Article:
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Bonus Quotation of the Day…

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… is from page 13 of my colleague Dan Klein’s November 2020 working paper titled “Adam Smith and Propriety in Moral and Political Discourse” (original emphasis): I am not one to say that ad hominem arguments play no role in navigating discourse. In a court case, motive and character do play a role. But that role is limited; it may give grounds for suspicion and further investigation. The real work is in arguing the evidence. In political discourse, the real work is in arguing for one’s position as compared to the other person’s position. In such argumentative engagement, it is irrelevant what a person’s motives, personal habits, associations, and income sources are. To harp on such ad hominem irrelevancies is to confess the weakness of one’s argument. Comments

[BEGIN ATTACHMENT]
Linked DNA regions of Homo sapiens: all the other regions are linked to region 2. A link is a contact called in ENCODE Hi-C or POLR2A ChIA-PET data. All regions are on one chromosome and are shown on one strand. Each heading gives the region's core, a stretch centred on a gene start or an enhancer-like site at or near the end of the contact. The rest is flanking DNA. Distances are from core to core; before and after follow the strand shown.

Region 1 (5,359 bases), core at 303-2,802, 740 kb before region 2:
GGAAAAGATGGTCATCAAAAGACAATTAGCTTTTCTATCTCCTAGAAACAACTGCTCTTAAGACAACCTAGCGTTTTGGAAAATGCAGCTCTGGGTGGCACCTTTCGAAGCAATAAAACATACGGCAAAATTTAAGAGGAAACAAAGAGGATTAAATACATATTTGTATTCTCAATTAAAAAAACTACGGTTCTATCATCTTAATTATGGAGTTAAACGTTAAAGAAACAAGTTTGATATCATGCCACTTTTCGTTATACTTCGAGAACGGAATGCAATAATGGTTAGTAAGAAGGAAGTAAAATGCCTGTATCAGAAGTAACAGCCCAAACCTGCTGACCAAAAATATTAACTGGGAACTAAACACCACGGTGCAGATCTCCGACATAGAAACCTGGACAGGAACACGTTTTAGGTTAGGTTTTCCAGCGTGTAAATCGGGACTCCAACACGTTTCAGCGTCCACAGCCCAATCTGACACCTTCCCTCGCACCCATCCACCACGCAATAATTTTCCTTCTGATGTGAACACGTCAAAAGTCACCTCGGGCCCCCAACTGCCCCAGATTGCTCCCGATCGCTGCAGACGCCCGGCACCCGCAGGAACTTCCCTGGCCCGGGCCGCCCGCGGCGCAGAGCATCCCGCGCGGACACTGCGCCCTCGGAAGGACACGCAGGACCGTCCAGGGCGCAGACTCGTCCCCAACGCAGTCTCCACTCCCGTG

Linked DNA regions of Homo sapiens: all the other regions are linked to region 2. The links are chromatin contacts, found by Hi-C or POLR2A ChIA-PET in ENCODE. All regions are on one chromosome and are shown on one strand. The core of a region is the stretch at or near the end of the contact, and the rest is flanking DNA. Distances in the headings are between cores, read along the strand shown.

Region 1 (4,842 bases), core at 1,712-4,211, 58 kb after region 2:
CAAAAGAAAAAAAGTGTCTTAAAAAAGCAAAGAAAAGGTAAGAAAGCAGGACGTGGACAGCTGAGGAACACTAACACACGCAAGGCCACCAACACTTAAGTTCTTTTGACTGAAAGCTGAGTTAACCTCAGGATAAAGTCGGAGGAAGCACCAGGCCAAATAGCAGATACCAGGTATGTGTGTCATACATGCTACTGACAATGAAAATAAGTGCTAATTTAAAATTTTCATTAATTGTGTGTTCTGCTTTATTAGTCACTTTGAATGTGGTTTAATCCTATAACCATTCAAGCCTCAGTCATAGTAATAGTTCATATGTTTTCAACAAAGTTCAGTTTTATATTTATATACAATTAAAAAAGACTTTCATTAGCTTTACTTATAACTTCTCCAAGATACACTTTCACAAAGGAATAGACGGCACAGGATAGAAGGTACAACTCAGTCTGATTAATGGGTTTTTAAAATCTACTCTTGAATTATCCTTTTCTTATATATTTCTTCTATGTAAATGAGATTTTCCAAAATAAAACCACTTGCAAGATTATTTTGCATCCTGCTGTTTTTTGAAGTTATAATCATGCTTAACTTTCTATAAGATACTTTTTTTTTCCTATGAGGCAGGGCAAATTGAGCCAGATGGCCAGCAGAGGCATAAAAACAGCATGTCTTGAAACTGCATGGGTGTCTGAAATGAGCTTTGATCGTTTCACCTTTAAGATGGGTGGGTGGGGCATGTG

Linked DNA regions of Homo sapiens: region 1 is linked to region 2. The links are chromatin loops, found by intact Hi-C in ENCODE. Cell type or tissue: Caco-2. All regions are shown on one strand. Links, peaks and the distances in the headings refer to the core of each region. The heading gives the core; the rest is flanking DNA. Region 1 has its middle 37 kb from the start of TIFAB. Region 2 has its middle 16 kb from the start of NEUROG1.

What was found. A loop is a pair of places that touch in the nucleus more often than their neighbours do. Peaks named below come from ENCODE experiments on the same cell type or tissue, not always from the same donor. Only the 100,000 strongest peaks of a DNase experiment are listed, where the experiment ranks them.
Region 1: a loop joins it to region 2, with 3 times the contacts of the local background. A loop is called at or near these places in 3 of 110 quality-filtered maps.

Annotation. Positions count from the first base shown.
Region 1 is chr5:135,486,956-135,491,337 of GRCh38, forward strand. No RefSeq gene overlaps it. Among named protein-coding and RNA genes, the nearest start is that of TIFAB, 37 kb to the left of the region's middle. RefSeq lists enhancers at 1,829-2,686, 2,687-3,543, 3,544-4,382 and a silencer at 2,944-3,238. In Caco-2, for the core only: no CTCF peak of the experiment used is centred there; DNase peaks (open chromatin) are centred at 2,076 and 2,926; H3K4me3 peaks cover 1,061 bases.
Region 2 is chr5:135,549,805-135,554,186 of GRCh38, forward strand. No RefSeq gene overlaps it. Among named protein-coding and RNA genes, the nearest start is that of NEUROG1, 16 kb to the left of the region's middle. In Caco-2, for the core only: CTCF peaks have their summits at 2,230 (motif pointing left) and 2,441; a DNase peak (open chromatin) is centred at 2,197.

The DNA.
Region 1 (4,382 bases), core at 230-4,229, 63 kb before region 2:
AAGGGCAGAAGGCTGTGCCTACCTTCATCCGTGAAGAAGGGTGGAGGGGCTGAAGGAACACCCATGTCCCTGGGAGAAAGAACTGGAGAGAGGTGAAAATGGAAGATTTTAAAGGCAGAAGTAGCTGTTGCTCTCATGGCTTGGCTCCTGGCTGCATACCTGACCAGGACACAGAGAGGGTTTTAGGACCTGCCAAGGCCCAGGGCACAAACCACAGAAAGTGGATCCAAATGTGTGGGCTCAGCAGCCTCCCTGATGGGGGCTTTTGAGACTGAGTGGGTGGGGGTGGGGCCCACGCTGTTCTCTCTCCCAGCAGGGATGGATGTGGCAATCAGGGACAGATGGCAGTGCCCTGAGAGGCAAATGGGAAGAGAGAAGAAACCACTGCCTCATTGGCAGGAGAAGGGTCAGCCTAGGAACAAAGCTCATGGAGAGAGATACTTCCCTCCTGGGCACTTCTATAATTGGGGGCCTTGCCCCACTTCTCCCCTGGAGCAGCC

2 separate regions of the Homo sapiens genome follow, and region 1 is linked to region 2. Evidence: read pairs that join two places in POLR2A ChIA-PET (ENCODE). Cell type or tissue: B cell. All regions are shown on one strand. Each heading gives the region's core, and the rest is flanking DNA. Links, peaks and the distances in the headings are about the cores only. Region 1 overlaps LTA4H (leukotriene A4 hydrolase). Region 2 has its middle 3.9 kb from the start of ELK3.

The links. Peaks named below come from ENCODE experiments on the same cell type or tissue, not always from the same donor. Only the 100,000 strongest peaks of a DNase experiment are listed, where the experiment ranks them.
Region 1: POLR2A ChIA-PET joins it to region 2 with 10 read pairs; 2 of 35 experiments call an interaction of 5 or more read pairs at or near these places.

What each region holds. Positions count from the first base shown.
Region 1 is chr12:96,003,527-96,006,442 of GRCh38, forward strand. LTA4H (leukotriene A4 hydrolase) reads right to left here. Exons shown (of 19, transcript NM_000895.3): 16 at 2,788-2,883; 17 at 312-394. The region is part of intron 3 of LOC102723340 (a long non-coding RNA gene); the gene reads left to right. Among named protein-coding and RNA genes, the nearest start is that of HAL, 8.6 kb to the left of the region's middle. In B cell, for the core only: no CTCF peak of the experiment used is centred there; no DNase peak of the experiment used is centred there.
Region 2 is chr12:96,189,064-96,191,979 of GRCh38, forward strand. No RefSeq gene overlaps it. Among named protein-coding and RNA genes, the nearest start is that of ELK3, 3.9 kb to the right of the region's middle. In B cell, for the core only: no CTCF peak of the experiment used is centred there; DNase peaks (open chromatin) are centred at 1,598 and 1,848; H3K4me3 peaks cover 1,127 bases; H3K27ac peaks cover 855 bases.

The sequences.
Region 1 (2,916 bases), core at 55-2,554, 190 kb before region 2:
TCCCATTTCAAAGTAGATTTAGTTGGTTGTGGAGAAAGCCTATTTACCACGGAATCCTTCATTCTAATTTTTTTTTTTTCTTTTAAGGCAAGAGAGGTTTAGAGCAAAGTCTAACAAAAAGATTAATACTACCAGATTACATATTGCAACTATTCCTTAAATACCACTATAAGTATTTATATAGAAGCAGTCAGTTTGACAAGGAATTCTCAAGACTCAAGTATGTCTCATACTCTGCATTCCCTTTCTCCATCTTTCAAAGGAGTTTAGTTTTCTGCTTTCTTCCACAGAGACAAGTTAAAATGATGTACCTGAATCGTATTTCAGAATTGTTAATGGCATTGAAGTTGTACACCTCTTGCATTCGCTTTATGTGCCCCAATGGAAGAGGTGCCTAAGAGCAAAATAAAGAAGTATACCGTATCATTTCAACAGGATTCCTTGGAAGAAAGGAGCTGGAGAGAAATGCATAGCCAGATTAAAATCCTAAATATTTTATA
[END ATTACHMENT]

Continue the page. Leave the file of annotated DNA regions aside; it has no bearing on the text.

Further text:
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… is from page 13 of my colleague Dan Klein’s November 2020 working paper titled “Adam Smith and Propriety in Moral and Political Discourse” (original emphasis):

Bonus Quotation of the Day…I am not one to say that ad hominem arguments play no role in navigating discourse. In a court case, motive and character do play a role. But that role is limited; it may give grounds for suspicion and further investigation. The real work is in arguing the evidence. In political discourse, the real work is in arguing for one’s position as compared to the other person’s position. In such argumentative engagement, it is irrelevant what a person’s motives, personal habits, associations, and income sources are. To harp on such ad hominem irrelevancies is to confess the weakness of one’s argument.

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Don Boudreaux
He is a professor of economics at George Mason University in Fairfax, Virginia. Previously, he was president of the Foundation for Economic Education.

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